Central Banks Find Silver Lining in Gold Plunge

The price action in gold over the past week has attracted a great deal of attention. The precious metal suffered its worst decline in decades, and has investors and analysts wondering if the great run is over. However, central banks are using the move as another reason to keep monetary easing policies very accommodating.

Gold’s winning-streak of annual gains appears to be in jeopardy for the first time in twelve years. Over the course of only two days, gold plunged $200 to reach its lowest level since February 2011. In the process, it logged its worst one-day percentage drop since 1980, and the largest fall in dollar terms on record. On a technical basis, gold reached its most oversold reading since, at the latest, 1975.

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Since gold is often considered to be an inflation hedge, central banks are likely to take the plunge in gold prices as another sign that their policies are not sparking inflation, despite what the Average Joe’s bank account may be indicating.

“Central banks can be opportunistic and proceed with quantitative easing now the gold market is surrendering with regards to its hyperinflation fears,” Edward Yardeni, president and chief investment strategist at Yardeni Research, tells Bloomberg. “They could also argue the weakness in commodity prices suggests a growth concern and so all the more reason to keep QE going.”

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St. Louis Fed President James Bullard confirmed this view by telling reporters at a Levy Economics Institute event, “Inflation is running pretty low right now, and its been drifting down. If it doesn’t start to turn around soon, I think we’ll have to rethink where we stand on our policy,” according to CNN.

The latest report from the Labor Department also shows inflation slowing. The consumer-price index fell 0.2 percent month-over-month in March, below estimates calling for no change. The index is up 1.5 percent from the same period last year, while the core reading on consumer costs, which excludes food and energy prices, increased 1.9 percent. It was the fourth time in five months that both inflation gauges were below the Fed’s 2 percent inflation target. The Commerce Department also reports the personal consumption expenditure price index, which is tracked more closely by the Fed, only gained 1.3 percent in February from a year earlier.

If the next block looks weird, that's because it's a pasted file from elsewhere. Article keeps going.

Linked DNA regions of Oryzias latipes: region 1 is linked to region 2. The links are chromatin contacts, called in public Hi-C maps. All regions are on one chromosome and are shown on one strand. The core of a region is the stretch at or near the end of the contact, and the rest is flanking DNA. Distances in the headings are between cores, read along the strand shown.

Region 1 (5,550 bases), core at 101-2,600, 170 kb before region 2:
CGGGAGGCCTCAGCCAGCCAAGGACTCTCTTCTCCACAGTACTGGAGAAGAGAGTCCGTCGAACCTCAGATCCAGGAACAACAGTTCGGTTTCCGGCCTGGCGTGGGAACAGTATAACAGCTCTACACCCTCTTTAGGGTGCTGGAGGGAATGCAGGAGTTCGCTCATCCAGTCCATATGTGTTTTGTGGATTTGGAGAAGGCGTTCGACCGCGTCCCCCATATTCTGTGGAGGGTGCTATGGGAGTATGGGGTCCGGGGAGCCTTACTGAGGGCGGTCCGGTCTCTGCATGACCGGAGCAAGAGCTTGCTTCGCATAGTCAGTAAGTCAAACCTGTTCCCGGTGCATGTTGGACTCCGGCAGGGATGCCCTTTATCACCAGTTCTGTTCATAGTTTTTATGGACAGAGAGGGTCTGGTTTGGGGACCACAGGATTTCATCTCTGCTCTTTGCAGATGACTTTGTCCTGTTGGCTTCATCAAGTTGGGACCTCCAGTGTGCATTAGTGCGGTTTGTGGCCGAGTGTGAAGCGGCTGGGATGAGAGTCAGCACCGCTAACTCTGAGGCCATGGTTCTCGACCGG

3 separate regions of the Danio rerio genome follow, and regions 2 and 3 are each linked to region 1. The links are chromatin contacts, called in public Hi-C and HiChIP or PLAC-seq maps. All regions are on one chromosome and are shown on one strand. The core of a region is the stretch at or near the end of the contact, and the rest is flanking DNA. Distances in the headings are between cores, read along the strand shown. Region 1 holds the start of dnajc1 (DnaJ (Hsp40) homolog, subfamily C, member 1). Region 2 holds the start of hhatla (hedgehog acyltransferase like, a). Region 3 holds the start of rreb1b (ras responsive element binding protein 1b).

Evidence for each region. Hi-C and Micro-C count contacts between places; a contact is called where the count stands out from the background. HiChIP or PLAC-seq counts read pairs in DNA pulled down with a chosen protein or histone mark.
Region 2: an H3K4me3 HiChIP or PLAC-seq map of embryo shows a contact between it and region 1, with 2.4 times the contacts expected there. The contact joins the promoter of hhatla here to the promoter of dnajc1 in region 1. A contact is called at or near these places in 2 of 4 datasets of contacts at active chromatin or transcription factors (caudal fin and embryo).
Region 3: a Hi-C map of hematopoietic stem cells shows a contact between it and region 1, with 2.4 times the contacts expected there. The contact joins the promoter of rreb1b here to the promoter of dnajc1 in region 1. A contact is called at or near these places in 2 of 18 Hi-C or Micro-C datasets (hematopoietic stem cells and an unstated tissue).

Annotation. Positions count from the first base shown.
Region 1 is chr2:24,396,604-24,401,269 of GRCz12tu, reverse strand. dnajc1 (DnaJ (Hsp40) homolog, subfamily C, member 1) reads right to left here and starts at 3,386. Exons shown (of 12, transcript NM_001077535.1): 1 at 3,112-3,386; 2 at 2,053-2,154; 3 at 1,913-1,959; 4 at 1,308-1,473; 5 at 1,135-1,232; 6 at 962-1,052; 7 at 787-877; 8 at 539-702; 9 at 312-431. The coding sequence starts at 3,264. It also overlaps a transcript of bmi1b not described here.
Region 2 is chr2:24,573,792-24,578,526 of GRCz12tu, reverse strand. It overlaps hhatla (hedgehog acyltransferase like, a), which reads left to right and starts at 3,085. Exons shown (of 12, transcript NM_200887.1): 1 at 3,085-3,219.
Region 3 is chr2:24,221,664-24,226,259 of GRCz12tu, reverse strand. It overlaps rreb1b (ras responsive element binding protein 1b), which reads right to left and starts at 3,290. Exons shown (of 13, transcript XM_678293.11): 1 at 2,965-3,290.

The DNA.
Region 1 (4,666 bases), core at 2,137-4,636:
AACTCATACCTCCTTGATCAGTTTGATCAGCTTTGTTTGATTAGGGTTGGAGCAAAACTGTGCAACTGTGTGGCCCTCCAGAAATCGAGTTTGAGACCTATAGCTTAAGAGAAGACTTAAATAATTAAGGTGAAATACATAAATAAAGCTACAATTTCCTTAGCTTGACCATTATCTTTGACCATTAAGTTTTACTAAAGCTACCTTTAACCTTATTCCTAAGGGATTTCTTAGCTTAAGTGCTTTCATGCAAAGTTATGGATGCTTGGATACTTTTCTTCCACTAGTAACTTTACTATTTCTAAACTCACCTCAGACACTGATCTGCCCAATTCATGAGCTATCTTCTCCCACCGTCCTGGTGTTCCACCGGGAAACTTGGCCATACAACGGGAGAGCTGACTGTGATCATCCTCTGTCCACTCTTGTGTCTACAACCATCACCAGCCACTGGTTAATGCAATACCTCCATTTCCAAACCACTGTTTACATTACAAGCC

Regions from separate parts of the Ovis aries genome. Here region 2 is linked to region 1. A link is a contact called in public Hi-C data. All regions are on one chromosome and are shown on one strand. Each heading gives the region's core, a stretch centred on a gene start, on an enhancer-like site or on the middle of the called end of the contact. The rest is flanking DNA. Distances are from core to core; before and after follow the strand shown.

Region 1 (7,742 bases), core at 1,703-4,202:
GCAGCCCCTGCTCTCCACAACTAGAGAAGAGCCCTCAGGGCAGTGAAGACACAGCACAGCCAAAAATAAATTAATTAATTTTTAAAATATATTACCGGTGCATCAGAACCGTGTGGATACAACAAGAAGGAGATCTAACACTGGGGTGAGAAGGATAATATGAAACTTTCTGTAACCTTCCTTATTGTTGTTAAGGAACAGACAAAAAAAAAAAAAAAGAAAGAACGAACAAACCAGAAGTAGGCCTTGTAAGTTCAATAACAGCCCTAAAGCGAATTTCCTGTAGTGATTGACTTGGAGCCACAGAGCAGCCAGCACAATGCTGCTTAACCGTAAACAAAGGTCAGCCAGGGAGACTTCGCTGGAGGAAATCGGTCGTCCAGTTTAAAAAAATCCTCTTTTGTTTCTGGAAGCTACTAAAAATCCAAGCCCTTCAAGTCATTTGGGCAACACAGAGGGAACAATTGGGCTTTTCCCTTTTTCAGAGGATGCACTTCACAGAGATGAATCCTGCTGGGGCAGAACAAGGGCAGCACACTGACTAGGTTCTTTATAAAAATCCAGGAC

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Recent chatter about the Federal Reserve ending or scaling back its bond-purchasing programs appears to be premature by the latest inflation readings. Jon Hilsenrath, a writer from the Wall Street Journal known as the Fed Whisperer, also notes the likelihood of bond purchases continuing. Hilsenrath writes, “The latest reading on consumer prices could give the Federal Reserve a new reason to keep its easy-money policies intact, inflation shows signs of slowing.” He adds, “If inflation readings are low, the Fed might feel it has more leeway to try to stimulate economic growth.”

The race to debase currencies is taking place around the world. When converted to U.S. dollars, the four major central banks have expanded their balance sheets to more than $13 trillion, according to Hayman Capital. In comparison, the amount was $3 trillion ten years ago. Central banks now account for at least a quarter of all global gross domestic product, a sharp increase from only 10 percent in 2002.

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While the Federal Reserve is currently purchasing $85 billion worth of bonds per month, the Bank of Japan announced earlier this month that it will inject more than $1 trillion into its economy to almost double its monetary base to 270 trillion yen. It also set a goal of 2 percent inflation for the first time. Due to a lack of growth, the European Central Bank also appears to be moving closer to another interest rate cut.

Although many would agree that the official inflation gauges underestimate real price increases for Americans, they offer an easy excuse for central banks to say their policies are not causing rapid inflation. The plunge in gold prices is simply the icing on the cake. When combined with a global economy that is still trying to recover from the financial crisis, massive central bank intervention appears to be here to stay.

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Disclosure: Long EXK, AG, HL, PHYS

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